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Does Tart Cherry Juice Help With Gout?

Over the decades, people have been turning to natural remedies such as tart cherry juice for pain relief – whether gout or arthritis or even muscle pain caused due to exercise. While most people consider this to be anecdotal or a mere figment of folklore, research conducted by scientists has shown that tart cherry juice has a rich supply of antioxidants and anti-inflammatory properties that help with the pain, particularly gout. So how does tart cherry juice work? How much of it should you consume for the pain? Does this mean you don’t need to consult a doctor? Let us find out. [1]


Fresh tart cherry juice
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Tart Cherry Juice for Gout


Gout is a type of inflammatory arthritis that is caused when there is a deposition of uric acid in the blood. The uric acid gets deposited as crystals in the joints, leading to sudden inflammation and pain. The areas where gout commonly occurs are around the joints of the ankle, big toe, and knee. According to the Arthritis Foundation, approximately 6 million American men, as well as 2 million American women, suffer from this condition. Tart cherry juice is attributed to help reduce gout-related pain. [2]


According to a 2014 study in the Journal of Functional Foods, a team of British researchers stated that drinking Montmorency tart juice helped decline blood levels of gout-producing uric acid and raise certain anthocyanin compounds in the bloodstream. Anthocyanins are antioxidants that are not only responsible for the color of the fruit but also to reduce any kind of inflammation in the body, which is vital in the treatment of gout. [3] [4]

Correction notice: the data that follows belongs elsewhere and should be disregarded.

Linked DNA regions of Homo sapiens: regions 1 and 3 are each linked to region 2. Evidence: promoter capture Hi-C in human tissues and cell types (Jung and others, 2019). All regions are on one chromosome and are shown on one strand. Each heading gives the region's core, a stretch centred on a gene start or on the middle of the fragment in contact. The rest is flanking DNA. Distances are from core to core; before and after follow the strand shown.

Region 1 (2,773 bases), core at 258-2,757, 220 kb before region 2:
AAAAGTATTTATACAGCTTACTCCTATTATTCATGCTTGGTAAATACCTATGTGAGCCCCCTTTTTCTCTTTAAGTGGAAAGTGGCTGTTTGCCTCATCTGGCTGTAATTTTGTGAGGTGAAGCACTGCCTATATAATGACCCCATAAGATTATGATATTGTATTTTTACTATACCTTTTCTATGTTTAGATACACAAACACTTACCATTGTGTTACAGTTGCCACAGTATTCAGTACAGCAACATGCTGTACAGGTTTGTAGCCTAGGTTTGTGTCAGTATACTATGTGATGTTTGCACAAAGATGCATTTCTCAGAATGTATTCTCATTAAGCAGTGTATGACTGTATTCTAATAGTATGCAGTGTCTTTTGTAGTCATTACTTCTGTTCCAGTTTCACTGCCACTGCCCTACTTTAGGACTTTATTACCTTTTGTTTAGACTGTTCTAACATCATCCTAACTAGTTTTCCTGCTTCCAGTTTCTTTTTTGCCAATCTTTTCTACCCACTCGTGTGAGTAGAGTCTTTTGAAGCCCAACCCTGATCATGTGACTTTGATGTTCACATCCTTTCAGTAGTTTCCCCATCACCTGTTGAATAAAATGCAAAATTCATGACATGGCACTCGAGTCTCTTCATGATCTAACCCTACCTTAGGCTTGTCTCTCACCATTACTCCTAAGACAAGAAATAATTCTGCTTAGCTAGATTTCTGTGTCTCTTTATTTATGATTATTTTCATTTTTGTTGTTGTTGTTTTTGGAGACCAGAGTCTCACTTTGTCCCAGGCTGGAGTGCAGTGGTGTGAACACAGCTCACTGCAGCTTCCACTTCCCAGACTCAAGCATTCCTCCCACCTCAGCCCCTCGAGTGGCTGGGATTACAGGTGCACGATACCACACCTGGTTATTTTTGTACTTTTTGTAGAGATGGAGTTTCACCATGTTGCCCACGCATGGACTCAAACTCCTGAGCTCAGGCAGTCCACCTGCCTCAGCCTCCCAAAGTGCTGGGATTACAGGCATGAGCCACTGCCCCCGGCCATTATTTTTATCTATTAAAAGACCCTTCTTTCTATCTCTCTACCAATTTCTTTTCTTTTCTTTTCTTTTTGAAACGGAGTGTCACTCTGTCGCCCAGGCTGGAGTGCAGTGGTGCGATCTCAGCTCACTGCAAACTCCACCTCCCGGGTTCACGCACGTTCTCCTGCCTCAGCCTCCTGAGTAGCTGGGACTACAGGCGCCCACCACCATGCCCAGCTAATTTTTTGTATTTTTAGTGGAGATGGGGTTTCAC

A study published by a team of researchers from the Boston University School of Medicine in the Arthritis and Rheumatology Journal noted that when 633 people were administered with cherries over a two-day period, there was nearly a 35% reduced risk of gout attacks compared with no intake. This goes to show that when cherries are consumed in any form, which is as a whole or as a tart cherry extract or supplement, there will be a reduction in gout pain. [5]



How Much Of Tart Cherry Juice Should You Consume For Gout?


At a 2010 annual meeting of the European League Against Rheumatism, researchers at the Robert Wood Johnson Medical School in New Brunswick, New Jersey, presented a retrospective study comprising 24 patients. As a part of the study, each of the patients was given a tablespoon of liquid tart cherry extract, which is equal to 45 to 60 cherries, twice daily over a period of four months. At the end of the period, it was noted that there was nearly a 50 percent fall in the occurrence of gout among these patients. However, more information is needed to ascertain the right time to consume tart cherry juice during the day or whether it is more helpful when had with or without the consumption of food. [6]



Will Tart Cherry Juice Help Alone Or Should You Consult A Doctor?


If you have gout, it is always prudent and wise to visit a doctor. Your doctor will ask you questions about your lifestyle, food consumption, and symptoms to make the diagnosis. You will also be asked to go in for a blood test in order to ascertain the blood uric acid levels in your body. Once diagnosed, you could be asked to modify your diet, have medicines and use hot and cold compressions. If your doctor has asked you to strictly modify your diet, consuming tart cherry juice alone will not help relieve you of your symptoms. The ideal thing would be to consume tart cherry juice daily along with a treatment plan from your doctor. It will help to reduce the blood uric acid levels and inflammation in the joints.



Are There Any Side Effects Of Consuming Tart Cherry Juice?


Too much of anything is bad. Overconsumption of tart cherry juice could cause diarrhea because of the prevalence of high amounts of sorbitol — a type of sugar alcohol and excessive fiber. Moreover, if you are allergic to tart cherry juice, it would be advisable to consult a doctor first. [7] [8]


Important Notice: This article was originally published at www.organicfacts.net by Ishani Bose where all credits are due.

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